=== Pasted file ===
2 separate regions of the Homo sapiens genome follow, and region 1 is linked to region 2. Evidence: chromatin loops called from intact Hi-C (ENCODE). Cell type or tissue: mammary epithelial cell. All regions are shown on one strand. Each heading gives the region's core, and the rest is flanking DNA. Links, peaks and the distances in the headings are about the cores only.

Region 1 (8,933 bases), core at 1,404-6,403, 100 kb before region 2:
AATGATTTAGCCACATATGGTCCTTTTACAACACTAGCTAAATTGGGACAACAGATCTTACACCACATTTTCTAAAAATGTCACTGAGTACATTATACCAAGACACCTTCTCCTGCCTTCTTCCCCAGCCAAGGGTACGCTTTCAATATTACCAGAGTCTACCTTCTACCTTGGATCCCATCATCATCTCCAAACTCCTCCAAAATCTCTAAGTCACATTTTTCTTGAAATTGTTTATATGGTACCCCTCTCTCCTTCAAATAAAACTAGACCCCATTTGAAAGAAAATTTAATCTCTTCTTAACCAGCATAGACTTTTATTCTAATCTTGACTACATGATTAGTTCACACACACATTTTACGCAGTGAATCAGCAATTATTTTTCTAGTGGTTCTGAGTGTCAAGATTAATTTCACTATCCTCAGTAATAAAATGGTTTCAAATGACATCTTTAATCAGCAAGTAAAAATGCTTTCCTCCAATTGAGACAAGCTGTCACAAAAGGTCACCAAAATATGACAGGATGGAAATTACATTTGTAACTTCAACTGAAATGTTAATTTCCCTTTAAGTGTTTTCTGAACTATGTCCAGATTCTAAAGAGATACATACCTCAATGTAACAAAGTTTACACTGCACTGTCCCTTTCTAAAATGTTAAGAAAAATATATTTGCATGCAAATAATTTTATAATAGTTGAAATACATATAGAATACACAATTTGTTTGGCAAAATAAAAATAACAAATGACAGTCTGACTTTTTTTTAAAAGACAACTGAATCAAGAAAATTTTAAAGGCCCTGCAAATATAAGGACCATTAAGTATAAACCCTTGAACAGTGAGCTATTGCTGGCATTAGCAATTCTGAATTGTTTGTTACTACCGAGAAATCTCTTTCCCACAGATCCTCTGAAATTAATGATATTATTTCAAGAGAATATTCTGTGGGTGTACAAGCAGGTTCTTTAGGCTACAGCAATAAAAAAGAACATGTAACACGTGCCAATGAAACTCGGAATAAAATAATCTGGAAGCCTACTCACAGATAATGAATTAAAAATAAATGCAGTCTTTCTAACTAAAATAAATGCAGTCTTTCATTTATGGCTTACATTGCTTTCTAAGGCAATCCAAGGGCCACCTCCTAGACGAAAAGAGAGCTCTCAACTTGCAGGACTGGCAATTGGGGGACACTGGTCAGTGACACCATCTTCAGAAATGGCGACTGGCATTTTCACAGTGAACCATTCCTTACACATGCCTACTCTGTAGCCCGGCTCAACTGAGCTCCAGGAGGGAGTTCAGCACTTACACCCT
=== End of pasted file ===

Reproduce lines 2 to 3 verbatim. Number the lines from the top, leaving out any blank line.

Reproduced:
Region 1 (8,933 bases), core at 1,404-6,403, 100 kb before region 2:
AATGATTTAGCCACATATGGTCCTTTTACAACACTAGCTAAATTGGGACAACAGATCTTACACCACATTTTCTAAAAATGTCACTGAGTACATTATACCAAGACACCTTCTCCTGCCTTCTTCCCCAGCCAAGGGTACGCTTTCAATATTACCAGAGTCTACCTTCTACCTTGGATCCCATCATCATCTCCAAACTCCTCCAAAATCTCTAAGTCACATTTTTCTTGAAATTGTTTATATGGTACCCCTCTCTCCTTCAAATAAAACTAGACCCCATTTGAAAGAAAATTTAATCTCTTCTTAACCAGCATAGACTTTTATTCTAATCTTGACTACATGATTAGTTCACACACACATTTTACGCAGTGAATCAGCAATTATTTTTCTAGTGGTTCTGAGTGTCAAGATTAATTTCACTATCCTCAGTAATAAAATGGTTTCAAATGACATCTTTAATCAGCAAGTAAAAATGCTTTCCTCCAATTGAGACAAGCTGTCACAAAAGGTCACCAAAATATGACAGGATGGAAATTACATTTGTAACTTCAACTGAAATGTTAATTTCCCTTTAAGTGTTTTCTGAACTATGTCCAGATTCTAAAGAGATACATACCTCAATGTAACAAAGTTTACACTGCACTGTCCCTTTCTAAAATGTTAAGAAAAATATATTTGCATGCAAATAATTTTATAATAGTTGAAATACATATAGAATACACAATTTGTTTGGCAAAATAAAAATAACAAATGACAGTCTGACTTTTTTTTAAAAGACAACTGAATCAAGAAAATTTTAAAGGCCCTGCAAATATAAGGACCATTAAGTATAAACCCTTGAACAGTGAGCTATTGCTGGCATTAGCAATTCTGAATTGTTTGTTACTACCGAGAAATCTCTTTCCCACAGATCCTCTGAAATTAATGATATTATTTCAAGAGAATATTCTGTGGGTGTACAAGCAGGTTCTTTAGGCTACAGCAATAAAAAAGAACATGTAACACGTGCCAATGAAACTCGGAATAAAATAATCTGGAAGCCTACTCACAGATAATGAATTAAAAATAAATGCAGTCTTTCTAACTAAAATAAATGCAGTCTTTCATTTATGGCTTACATTGCTTTCTAAGGCAATCCAAGGGCCACCTCCTAGACGAAAAGAGAGCTCTCAACTTGCAGGACTGGCAATTGGGGGACACTGGTCAGTGACACCATCTTCAGAAATGGCGACTGGCATTTTCACAGTGAACCATTCCTTACACATGCCTACTCTGTAGCCCGGCTCAACTGAGCTCCAGGAGGGAGTTCAGCACTTACACCCT